Unfortunately, it never got off the ground. The problem with the Dvorak layout is that it is so totally different to qwerty that it takes several weeks to get used to — time during which your productivity takes a pretty big hit. If you don’t want to annoy your boss, don’t do it.
Dvorak is not the only alternative: there are other layouts that are closer to qwerty, such as the Colemak layout. Colemak is based on qwerty — only about half the keys have been shuffled around — and claims to be more tightly optimised than even Dvorak in terms of things like the distance that your fingers move, alternation between your hands, and so on.
However, I don’t think you need to do all that much in terms of optimisation to notice a big difference. Remember the Pareto Principle — that 80% of the wealth is in the hands of 20% of the people? The same thing probably happens with tweaks to your keyboard layout. The figures may not be exact, but most of the improvement will come from a relatively small number of changes. These layouts may be able to outdo each other in terms of the exact figures, but there comes a point beyond which it gets a bit pedantic.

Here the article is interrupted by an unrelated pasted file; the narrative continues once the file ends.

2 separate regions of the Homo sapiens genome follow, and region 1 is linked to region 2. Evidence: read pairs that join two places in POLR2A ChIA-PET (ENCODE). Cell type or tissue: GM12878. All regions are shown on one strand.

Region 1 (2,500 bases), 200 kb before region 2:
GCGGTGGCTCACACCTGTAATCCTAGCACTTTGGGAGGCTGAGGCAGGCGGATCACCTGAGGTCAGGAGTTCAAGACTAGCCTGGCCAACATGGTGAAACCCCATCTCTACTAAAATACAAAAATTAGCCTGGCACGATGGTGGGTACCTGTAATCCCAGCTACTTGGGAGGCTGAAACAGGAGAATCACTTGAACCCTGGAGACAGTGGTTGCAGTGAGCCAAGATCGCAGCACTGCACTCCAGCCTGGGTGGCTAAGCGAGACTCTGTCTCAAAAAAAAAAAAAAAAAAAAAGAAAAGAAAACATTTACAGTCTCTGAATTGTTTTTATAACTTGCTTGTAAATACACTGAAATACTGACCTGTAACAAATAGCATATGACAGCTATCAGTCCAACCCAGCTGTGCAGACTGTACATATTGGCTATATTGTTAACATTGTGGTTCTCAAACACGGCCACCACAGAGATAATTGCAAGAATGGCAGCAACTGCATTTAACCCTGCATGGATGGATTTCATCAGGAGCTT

One simple tweak that I’ve experimented with a little has been to swap the E, R, T, U, I, O and P keys with the ones directly beneath them. I haven’t spent a great deal of time with this, but it seems apparent to me that it gives a fairly impressive improvement over qwerty while being very easy to get used to. It moves all the vowels and the most frequently used consonants onto the home keys, and since no keys change fingers, you can adapt quite quickly. Once you’re used to that, you could possibly go on to swap some of the other keys around a bit, and adopt an “evolutionary” rather than “revolutionary” approach.
If you can’t afford to shell out for a programmable keyboard such as the Kinesis, Microsoft has a nifty little program available as a free download that lets you create and edit your own keyboard layouts for Windows.